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Ponies debuts in Village Cinema

Bronx Times

And they’re off!

Ponies, a movie directed by Bronx native Nick Sandow, and featuring his old Morris Park nabe as a big scene stealer, premiered on Friday, July 13 at Cinema Village in Manhattan.

The movie is Sandow’s debut as a director, shooting scenes on Morris Park Avenue.

But the film crew didn’t exactly win over the community when they first started filming.

John Fratta, assistant district manager for Community Board 11, said calls began pouring in when the movie started filming in 2009, with community members outraged at an OTB sign going up on at the vacant former site of WaMu on Morris Park and Hone Avenues.

“I got the first phone calls on Friday, June 19 that there was going to be an OTB,” Fratta said. “I immediately called up OTB like a raving lunatic and they didn’t know anything about it.”

After a little research, it was discovered that the sign was merely just a prop for the movie.

Ponies began was an original stage play written by Michael Batistick and was produced by Michael Imperioli’s Studio Dante, where it received a critically acclaimed extended run under Sandow.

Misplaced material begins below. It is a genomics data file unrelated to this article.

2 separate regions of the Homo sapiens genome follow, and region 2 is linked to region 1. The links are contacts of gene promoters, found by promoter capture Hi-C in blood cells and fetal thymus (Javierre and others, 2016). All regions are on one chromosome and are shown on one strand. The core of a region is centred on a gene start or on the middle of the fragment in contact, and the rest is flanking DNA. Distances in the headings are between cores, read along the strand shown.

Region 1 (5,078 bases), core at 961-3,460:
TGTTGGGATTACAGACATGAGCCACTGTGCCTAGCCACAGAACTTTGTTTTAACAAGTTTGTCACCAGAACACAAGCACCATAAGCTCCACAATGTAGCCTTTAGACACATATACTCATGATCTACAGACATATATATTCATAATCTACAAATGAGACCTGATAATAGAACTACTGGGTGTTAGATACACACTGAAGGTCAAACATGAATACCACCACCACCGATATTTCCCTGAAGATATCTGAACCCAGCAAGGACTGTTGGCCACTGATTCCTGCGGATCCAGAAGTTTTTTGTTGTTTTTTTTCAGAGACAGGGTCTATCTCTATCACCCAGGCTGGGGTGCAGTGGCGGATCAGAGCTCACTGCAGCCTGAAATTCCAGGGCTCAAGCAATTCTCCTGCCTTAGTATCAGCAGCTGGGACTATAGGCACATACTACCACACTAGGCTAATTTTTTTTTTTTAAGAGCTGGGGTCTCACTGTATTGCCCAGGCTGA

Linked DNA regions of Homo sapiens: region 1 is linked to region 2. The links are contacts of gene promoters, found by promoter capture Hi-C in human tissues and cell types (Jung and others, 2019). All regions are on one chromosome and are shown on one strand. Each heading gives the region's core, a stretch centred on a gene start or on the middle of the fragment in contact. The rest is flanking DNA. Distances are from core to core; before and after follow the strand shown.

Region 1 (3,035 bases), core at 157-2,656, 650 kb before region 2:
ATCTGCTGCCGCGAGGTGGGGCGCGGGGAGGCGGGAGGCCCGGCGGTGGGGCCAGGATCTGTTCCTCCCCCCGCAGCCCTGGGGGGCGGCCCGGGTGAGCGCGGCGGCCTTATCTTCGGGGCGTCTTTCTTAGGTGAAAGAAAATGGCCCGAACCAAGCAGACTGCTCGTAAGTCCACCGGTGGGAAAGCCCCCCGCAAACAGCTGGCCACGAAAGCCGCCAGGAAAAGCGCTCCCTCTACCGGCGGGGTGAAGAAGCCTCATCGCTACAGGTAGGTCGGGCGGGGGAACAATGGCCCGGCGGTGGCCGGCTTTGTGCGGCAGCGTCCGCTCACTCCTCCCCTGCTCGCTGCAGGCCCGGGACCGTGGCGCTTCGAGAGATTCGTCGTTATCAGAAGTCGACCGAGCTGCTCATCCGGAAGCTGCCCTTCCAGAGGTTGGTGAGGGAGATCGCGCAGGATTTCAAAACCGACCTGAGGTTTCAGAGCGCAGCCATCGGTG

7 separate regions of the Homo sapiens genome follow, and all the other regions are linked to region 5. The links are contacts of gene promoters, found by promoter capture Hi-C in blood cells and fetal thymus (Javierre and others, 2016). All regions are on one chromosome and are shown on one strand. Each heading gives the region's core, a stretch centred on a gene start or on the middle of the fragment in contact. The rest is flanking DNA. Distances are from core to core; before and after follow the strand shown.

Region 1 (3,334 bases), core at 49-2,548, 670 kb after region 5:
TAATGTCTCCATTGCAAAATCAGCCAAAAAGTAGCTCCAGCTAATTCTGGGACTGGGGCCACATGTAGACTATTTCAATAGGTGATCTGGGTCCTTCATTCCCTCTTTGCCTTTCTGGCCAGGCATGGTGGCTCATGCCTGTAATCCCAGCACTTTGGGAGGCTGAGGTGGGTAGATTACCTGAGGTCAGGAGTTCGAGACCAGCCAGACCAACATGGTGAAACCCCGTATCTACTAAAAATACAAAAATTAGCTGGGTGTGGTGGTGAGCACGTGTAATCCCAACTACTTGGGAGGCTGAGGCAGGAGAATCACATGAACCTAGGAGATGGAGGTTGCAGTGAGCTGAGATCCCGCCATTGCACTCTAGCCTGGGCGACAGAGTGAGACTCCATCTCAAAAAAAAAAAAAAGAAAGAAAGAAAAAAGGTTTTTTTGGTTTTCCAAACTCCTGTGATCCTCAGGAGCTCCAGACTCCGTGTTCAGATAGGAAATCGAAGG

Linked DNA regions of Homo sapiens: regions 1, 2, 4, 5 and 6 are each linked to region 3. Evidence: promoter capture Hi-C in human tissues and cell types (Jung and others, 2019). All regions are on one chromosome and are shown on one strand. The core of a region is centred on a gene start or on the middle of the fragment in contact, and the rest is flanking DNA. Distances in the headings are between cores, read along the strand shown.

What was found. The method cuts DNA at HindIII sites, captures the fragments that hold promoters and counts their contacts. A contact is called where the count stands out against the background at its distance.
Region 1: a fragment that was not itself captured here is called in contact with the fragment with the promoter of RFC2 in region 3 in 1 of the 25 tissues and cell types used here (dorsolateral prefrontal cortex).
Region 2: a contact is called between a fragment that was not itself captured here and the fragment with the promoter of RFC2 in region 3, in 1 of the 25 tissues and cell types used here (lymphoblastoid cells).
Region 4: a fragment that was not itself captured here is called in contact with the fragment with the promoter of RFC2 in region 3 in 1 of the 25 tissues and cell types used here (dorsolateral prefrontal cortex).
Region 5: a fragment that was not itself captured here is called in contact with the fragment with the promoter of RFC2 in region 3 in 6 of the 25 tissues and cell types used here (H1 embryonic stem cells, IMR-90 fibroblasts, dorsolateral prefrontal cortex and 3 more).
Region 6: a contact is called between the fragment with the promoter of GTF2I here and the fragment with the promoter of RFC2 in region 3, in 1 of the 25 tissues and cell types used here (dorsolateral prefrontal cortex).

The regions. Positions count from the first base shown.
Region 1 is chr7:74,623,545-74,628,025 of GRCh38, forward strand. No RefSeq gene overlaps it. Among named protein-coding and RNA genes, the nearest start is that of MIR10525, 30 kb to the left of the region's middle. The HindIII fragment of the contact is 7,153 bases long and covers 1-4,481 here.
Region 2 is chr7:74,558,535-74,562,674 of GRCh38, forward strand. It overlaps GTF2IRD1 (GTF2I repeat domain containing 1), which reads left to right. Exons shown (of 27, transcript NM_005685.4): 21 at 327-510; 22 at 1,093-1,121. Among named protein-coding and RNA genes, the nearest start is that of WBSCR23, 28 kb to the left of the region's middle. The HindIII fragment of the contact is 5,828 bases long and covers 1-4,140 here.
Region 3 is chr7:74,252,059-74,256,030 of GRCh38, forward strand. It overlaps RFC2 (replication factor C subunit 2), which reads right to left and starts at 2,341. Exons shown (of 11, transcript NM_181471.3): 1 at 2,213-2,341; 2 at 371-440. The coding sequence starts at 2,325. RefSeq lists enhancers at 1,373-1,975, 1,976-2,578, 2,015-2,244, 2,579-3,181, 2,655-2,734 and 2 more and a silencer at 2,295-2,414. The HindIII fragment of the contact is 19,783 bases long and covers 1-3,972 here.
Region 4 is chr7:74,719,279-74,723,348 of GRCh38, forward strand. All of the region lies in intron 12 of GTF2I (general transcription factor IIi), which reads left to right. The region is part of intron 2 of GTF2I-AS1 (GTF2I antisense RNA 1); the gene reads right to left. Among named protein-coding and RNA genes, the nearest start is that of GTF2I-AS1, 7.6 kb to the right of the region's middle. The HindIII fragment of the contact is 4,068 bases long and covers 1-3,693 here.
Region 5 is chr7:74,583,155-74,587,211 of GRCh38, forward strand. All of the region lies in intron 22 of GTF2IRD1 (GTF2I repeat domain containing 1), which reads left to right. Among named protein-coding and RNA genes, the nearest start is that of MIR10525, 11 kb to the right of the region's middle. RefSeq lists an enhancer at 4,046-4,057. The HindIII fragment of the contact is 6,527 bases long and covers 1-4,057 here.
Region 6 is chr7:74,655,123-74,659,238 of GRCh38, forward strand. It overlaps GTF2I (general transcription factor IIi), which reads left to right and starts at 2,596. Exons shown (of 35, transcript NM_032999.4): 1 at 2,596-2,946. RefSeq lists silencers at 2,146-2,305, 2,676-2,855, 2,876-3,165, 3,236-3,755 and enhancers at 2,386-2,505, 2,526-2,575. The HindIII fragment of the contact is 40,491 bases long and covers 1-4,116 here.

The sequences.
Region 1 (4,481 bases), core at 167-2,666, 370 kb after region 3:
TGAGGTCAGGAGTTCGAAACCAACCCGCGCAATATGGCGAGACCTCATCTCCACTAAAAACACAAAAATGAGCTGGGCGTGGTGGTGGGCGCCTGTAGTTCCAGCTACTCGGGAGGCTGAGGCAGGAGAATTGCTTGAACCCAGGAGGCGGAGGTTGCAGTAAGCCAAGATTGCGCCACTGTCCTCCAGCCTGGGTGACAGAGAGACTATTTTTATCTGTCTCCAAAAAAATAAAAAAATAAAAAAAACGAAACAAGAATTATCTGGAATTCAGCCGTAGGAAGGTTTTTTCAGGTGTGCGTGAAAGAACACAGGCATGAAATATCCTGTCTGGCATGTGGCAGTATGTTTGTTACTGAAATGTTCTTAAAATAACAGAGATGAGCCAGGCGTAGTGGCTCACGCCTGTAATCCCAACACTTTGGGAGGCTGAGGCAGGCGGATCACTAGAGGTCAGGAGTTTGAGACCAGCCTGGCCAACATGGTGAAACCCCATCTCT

In 2009, Batistick adapted his play for the big screen for Sandow to direct.

The cast includes John Ventimiglia, famous for his roles in many television appearances including his role as Arthur Bucco on the HBO series The Sopranos, Kevin Corrigan, Babs Olusanmokun, and Tonye Patano.

Sandow was born and raised in Morris Park Bronx, but said filming in his old neighborhood was simply a coincidence.

“We shot the film in the neighborhood where I grew up, which was an incredible coincidence,” Sandow said. “It’s been 25 years since I lived in that neighborhood, and to experience its generosity of spirit while shooting my first feature was a gift.”

Sandow said he was originally drawn to the project because of its focus on gambling.

“On the surface, it deals with gambling: its draw and the addiction of it,” Sandow said. “I was born and raised in a neighborhood where losing more money than you had to the local bookie was a rite of passage. I accomplished this at fifteen, but quickly realized that it was a sucker’s game and that it was much more profitable to be on the other side of it.”

Sandow said the other reason he took on the project was because of his anger over 9/11.

“It was post 9/11 and I was very angry that my country was inciting a war which I believed to be very obviously based on deception,” Sandow said. “Directing Ponies was a way for me to have a voice on this issue.”

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